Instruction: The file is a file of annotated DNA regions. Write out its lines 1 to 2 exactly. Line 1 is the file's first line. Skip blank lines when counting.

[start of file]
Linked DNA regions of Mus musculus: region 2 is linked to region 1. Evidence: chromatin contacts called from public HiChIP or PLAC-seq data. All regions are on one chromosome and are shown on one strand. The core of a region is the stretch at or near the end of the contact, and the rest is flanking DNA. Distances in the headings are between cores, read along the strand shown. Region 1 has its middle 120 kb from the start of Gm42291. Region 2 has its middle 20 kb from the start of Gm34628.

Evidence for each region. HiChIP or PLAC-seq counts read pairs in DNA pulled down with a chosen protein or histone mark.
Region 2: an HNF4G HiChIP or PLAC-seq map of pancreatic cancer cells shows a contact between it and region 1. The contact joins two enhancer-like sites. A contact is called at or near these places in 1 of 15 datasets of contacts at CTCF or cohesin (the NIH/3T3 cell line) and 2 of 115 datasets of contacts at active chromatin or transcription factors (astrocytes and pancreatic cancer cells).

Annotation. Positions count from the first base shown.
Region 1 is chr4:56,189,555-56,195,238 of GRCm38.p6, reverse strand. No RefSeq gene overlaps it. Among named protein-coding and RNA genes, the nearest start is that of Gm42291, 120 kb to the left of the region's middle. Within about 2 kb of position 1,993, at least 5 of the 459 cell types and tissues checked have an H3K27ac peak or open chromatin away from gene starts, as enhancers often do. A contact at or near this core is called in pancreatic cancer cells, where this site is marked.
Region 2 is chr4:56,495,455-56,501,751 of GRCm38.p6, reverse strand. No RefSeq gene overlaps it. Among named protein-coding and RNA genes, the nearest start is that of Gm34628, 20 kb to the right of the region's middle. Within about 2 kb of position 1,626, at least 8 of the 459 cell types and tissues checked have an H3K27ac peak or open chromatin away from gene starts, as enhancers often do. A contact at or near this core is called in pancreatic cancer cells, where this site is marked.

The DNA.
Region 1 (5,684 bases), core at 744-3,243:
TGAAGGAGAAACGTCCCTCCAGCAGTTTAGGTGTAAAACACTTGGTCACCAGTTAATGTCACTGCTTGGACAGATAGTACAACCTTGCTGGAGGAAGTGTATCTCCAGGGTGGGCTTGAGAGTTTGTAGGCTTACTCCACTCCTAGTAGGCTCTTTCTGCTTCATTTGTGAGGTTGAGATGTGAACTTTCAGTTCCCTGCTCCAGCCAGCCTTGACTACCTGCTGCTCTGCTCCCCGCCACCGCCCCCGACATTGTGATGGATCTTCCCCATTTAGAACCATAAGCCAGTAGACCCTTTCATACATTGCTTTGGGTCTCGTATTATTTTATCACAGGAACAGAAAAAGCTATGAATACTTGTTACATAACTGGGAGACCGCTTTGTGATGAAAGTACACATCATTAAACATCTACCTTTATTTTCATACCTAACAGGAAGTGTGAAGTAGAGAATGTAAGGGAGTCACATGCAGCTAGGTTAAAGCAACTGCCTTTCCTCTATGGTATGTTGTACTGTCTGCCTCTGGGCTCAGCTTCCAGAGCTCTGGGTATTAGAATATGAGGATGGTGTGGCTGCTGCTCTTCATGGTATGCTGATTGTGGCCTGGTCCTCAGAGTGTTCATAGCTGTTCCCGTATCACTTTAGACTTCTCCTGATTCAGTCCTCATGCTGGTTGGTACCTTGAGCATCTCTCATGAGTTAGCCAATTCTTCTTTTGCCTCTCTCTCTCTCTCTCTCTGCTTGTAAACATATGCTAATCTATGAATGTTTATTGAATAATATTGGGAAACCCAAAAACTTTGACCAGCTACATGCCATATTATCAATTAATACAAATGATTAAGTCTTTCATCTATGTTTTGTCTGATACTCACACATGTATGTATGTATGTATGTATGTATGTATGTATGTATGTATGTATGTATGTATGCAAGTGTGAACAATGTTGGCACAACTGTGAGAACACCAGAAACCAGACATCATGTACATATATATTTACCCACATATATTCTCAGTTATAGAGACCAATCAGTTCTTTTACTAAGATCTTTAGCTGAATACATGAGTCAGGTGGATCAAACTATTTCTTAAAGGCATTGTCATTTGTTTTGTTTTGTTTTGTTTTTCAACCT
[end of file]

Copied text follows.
Linked DNA regions of Mus musculus: region 2 is linked to region 1. Evidence: chromatin contacts called from public HiChIP or PLAC-seq data. All regions are on one chromosome and are shown on one strand. The core of a region is the stretch at or near the end of the contact, and the rest is flanking DNA. Distances in the headings are between cores, read along the strand shown. Region 1 has its middle 120 kb from the start of Gm42291. Region 2 has its middle 20 kb from the start of Gm34628.

Evidence for each region. HiChIP or PLAC-seq counts read pairs in DNA pulled down with a chosen protein or histone mark.